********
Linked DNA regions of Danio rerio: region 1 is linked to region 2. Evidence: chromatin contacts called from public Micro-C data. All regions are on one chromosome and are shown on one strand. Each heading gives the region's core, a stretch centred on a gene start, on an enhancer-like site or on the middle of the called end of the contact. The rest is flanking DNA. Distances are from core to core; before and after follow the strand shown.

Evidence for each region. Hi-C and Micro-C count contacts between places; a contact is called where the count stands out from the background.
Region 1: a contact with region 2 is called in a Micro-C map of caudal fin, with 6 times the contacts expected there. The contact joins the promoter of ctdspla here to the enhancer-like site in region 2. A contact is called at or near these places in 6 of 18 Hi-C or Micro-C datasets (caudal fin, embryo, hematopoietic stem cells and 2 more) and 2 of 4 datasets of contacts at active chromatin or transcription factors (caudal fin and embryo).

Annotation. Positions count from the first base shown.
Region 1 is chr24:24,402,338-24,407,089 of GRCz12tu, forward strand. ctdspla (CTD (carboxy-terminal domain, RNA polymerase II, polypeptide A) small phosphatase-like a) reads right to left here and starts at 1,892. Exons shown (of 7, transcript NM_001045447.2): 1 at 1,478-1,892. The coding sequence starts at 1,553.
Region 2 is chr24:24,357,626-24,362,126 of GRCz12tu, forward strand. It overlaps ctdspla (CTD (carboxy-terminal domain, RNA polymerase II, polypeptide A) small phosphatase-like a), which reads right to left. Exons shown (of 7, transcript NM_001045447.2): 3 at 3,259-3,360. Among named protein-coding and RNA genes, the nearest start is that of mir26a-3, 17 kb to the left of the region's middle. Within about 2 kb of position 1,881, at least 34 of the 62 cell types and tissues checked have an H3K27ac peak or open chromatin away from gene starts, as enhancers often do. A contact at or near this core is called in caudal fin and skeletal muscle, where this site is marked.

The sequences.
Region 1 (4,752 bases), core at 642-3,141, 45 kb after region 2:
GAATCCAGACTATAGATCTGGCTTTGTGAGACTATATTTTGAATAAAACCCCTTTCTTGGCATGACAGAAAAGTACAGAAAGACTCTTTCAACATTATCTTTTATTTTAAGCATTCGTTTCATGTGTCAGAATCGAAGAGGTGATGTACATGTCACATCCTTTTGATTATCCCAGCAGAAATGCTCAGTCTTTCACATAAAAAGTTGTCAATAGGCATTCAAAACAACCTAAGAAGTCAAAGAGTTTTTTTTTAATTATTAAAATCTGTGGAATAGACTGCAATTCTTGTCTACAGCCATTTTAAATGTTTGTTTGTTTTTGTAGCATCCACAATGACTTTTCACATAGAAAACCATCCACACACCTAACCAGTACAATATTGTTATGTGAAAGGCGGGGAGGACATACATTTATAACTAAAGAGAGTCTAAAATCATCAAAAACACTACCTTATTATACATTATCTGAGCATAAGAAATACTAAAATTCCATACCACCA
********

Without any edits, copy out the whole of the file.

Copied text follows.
Linked DNA regions of Danio rerio: region 1 is linked to region 2. Evidence: chromatin contacts called from public Micro-C data. All regions are on one chromosome and are shown on one strand. Each heading gives the region's core, a stretch centred on a gene start, on an enhancer-like site or on the middle of the called end of the contact. The rest is flanking DNA. Distances are from core to core; before and after follow the strand shown.

Evidence for each region. Hi-C and Micro-C count contacts between places; a contact is called where the count stands out from the background.
Region 1: a contact with region 2 is called in a Micro-C map of caudal fin, with 6 times the contacts expected there. The contact joins the promoter of ctdspla here to the enhancer-like site in region 2. A contact is called at or near these places in 6 of 18 Hi-C or Micro-C datasets (caudal fin, embryo, hematopoietic stem cells and 2 more) and 2 of 4 datasets of contacts at active chromatin or transcription factors (caudal fin and embryo).

Annotation. Positions count from the first base shown.
Region 1 is chr24:24,402,338-24,407,089 of GRCz12tu, forward strand. ctdspla (CTD (carboxy-terminal domain, RNA polymerase II, polypeptide A) small phosphatase-like a) reads right to left here and starts at 1,892. Exons shown (of 7, transcript NM_001045447.2): 1 at 1,478-1,892. The coding sequence starts at 1,553.
Region 2 is chr24:24,357,626-24,362,126 of GRCz12tu, forward strand. It overlaps ctdspla (CTD (carboxy-terminal domain, RNA polymerase II, polypeptide A) small phosphatase-like a), which reads right to left. Exons shown (of 7, transcript NM_001045447.2): 3 at 3,259-3,360. Among named protein-coding and RNA genes, the nearest start is that of mir26a-3, 17 kb to the left of the region's middle. Within about 2 kb of position 1,881, at least 34 of the 62 cell types and tissues checked have an H3K27ac peak or open chromatin away from gene starts, as enhancers often do. A contact at or near this core is called in caudal fin and skeletal muscle, where this site is marked.

The sequences.
Region 1 (4,752 bases), core at 642-3,141, 45 kb after region 2:
GAATCCAGACTATAGATCTGGCTTTGTGAGACTATATTTTGAATAAAACCCCTTTCTTGGCATGACAGAAAAGTACAGAAAGACTCTTTCAACATTATCTTTTATTTTAAGCATTCGTTTCATGTGTCAGAATCGAAGAGGTGATGTACATGTCACATCCTTTTGATTATCCCAGCAGAAATGCTCAGTCTTTCACATAAAAAGTTGTCAATAGGCATTCAAAACAACCTAAGAAGTCAAAGAGTTTTTTTTTAATTATTAAAATCTGTGGAATAGACTGCAATTCTTGTCTACAGCCATTTTAAATGTTTGTTTGTTTTTGTAGCATCCACAATGACTTTTCACATAGAAAACCATCCACACACCTAACCAGTACAATATTGTTATGTGAAAGGCGGGGAGGACATACATTTATAACTAAAGAGAGTCTAAAATCATCAAAAACACTACCTTATTATACATTATCTGAGCATAAGAAATACTAAAATTCCATACCACCA